“But surely you will have a little time for me, Maurice.” For they had been naked together, meandered for hours deep in discussions of poetry, politics, life, and love. He had shared secrets: who had affairs with whom, who showed great promise then disappeared from the scene, who was bipolar, who divorced. Such gossip from Helicon, outrageous, hilarious, sorrowful.

Kerrie yearned to tell Maurice of her poet’s life, not so much secrets but things that would make him proud—her work in progress, writers she met, where she was publishing. And the good reviews her book had received—written mostly by friends, but still. And she had a small following on campus, was mentoring a promising student. Sure her Amazon sales sucked, but didn’t every poet’s Amazon sales suck?

“The department head has scheduled every moment for us, dear.”

Again, the bird shadow. “By ‘us,’ do you mean you and me?”

“By ‘us,’ I mean Olivia and me. Olivia is the woman I am seeing. Didn’t you hear about Olivia? She’s marvelous. A poet, the best in the class. She speaks three languages. And paints. And plays competitive golf.” He chuckled mentioning the golf. Kerrie was teed off.

“Did you have to bring her here? This is my place, Maurice.”

“She’s my partner. We travel together. That’s what sweethearts do.”

Kerrie tried to parry the idea that the partner travel was planned out of meanness, though she suspected that it was. Maurice could cut with a sly knife. Weren’t his refusals of a publishing connection and a blurb just those sorts of jabs? Time, separation, sparser and sparser phone conversations had diminished their intimacy, flattened their heart-to-hearts to cordialities. Twice before she had protested his shrinking interest in her and tried to revive their bond: once by publishing a pithy essay about his work, once by abject pleading. She could not turn his mind. Now their tie was as split and withered as a dead squash vine, and he would come to trample on its remains.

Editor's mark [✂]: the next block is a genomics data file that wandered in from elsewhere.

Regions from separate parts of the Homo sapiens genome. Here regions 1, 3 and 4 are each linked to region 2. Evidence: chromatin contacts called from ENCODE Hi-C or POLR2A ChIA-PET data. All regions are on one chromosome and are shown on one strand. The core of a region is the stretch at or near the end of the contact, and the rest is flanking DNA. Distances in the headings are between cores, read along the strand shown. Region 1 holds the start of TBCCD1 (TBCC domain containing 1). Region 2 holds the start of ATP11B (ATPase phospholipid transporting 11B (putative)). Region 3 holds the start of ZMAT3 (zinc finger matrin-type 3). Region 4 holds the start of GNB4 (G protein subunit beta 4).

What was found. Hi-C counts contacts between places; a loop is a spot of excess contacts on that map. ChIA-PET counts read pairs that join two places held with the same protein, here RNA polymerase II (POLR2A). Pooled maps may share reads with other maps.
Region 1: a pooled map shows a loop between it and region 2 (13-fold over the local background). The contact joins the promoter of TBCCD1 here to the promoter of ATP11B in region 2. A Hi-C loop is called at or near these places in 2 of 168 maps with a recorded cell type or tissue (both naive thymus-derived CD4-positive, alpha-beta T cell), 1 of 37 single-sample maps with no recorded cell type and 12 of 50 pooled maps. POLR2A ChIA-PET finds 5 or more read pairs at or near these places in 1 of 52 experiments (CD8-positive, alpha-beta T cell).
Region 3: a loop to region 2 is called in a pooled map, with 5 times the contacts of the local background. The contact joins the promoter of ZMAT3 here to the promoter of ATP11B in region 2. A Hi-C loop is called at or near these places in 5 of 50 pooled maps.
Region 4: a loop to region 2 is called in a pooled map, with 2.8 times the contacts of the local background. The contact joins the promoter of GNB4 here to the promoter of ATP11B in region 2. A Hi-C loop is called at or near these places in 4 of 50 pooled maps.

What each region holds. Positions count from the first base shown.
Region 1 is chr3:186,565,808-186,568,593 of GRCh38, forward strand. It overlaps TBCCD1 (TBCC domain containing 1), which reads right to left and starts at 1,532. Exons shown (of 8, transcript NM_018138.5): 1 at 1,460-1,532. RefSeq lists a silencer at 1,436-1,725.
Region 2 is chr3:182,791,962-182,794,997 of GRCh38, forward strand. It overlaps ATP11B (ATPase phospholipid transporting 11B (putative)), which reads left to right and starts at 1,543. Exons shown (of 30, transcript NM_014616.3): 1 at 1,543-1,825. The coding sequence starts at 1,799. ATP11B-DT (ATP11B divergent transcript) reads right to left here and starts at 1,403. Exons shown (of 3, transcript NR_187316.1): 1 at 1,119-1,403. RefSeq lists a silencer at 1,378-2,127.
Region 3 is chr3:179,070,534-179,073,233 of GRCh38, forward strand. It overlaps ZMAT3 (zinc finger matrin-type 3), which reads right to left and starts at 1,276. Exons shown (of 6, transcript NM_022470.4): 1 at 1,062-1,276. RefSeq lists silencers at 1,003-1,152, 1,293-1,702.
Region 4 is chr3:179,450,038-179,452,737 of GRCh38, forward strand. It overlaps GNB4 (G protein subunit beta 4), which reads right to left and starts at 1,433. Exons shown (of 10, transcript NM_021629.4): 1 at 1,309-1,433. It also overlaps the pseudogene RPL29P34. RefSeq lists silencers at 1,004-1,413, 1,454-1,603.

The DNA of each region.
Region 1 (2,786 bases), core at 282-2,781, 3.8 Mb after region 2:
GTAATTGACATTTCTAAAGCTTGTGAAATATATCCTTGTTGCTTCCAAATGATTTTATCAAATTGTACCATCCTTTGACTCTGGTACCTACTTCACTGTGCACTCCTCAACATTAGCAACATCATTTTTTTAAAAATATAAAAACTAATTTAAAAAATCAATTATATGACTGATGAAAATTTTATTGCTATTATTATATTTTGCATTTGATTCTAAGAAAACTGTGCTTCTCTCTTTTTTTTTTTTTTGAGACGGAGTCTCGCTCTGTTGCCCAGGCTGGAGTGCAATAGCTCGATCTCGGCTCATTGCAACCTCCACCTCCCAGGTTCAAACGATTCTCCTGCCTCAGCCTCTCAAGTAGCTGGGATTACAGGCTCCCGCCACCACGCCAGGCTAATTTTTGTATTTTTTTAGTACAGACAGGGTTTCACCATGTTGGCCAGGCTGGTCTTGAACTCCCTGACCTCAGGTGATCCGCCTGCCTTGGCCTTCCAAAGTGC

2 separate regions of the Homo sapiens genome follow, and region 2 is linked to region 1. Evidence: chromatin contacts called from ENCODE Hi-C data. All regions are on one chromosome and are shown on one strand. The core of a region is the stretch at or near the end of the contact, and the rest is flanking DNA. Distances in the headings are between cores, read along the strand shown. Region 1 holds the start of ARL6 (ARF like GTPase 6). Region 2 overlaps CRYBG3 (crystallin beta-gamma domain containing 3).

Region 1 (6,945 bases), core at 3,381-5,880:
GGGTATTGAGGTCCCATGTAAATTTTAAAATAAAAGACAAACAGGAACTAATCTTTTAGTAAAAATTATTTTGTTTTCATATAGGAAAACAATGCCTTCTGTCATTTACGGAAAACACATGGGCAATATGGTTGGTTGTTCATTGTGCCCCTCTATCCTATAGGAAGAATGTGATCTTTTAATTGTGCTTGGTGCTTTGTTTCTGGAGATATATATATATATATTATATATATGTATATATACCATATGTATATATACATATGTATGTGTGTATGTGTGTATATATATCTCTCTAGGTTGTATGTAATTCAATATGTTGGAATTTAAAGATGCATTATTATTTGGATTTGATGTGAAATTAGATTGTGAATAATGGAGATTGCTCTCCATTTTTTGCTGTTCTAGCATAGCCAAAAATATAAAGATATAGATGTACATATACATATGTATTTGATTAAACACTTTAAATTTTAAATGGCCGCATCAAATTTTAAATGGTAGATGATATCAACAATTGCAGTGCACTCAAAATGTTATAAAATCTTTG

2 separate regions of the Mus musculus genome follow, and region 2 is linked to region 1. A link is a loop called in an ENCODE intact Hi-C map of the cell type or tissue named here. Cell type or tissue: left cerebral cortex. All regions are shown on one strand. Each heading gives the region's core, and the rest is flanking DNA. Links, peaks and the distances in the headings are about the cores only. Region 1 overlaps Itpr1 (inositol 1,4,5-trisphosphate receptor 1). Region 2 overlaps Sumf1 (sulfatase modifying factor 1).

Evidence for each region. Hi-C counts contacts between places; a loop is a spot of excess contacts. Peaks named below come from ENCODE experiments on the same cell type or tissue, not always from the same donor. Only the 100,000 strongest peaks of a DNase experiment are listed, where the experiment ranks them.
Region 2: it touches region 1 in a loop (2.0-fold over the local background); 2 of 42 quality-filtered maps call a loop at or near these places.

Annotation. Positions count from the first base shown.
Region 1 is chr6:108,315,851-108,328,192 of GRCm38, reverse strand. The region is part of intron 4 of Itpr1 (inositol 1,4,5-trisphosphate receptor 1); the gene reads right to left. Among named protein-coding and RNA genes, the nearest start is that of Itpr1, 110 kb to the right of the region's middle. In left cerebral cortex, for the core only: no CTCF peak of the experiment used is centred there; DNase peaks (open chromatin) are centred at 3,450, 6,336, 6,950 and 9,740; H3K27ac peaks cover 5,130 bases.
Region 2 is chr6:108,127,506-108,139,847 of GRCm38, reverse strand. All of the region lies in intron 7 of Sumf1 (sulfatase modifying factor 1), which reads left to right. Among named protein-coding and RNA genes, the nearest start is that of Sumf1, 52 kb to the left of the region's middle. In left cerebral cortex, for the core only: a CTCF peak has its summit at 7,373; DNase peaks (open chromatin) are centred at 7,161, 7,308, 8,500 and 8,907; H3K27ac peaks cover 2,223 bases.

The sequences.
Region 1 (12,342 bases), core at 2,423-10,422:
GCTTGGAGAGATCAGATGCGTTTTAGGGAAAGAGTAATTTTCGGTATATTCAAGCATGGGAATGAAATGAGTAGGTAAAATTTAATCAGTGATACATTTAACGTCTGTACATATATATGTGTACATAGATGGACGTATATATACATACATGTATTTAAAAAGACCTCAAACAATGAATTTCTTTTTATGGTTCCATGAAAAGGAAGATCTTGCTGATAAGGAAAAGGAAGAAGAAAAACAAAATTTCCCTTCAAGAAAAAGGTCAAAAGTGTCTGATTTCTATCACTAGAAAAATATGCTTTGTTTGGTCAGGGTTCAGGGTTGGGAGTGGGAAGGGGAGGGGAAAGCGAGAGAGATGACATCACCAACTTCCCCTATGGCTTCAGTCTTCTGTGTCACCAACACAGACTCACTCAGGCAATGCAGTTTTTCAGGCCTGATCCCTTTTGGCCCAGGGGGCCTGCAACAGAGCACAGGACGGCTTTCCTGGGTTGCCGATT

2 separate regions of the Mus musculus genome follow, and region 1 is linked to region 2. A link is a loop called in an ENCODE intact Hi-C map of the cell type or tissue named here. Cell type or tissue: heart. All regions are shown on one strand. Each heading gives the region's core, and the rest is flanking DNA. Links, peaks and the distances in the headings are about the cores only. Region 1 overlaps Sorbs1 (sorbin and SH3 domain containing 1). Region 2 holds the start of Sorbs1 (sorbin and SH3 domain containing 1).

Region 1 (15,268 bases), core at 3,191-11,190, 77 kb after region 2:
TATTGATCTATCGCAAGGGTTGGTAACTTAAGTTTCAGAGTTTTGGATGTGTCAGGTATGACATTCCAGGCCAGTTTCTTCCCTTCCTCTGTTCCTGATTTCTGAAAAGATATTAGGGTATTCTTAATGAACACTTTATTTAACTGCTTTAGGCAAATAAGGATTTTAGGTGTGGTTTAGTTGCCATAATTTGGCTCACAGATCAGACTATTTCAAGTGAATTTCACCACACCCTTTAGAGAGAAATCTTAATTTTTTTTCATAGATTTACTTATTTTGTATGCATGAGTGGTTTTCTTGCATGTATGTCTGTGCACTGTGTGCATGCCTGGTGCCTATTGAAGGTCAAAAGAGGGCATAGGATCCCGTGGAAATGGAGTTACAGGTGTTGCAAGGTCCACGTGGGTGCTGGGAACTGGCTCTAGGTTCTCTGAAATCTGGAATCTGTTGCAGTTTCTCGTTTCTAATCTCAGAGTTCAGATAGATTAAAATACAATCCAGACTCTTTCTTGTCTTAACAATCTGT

Even so, the memory of their affair strode through her thoughts. The lyrics of Little Secrets stood as a record of their passion. She thought of the inscription she had penned in his copy, “To Maurice, mentor and true friend, forever in my heart, this book is for you, for us. All my love, Kerrie.” How those words gurgled over the top. She wondered if she should give him an uninscribed copy. Or no book at all. She dismissed the latter. Why gift him with relief, especially when he was about to parade his new favorite before her?  “To M. W.” was printed, at this point it glared like a typo, on the dedication page. The bolder statement, the truer statement, would be to present him with the book. Anything else would be denial, an act of yielding, of scampering away in defeat.

“Won’t I see you at the dinner before the event?” asked Maurice.

Kerrie had received no such invitation. “What dinner?” she asked as evenly  as possible.

“The dinner at the home of the departmental chair. I thought you’d be on the list. Or maybe only tenured people. The chair, what’s her name? Donna Something, knows you studied with me. But you know how these things work, hierarchies, protocols, whose ass needs kissing, et cetera, et cetera.”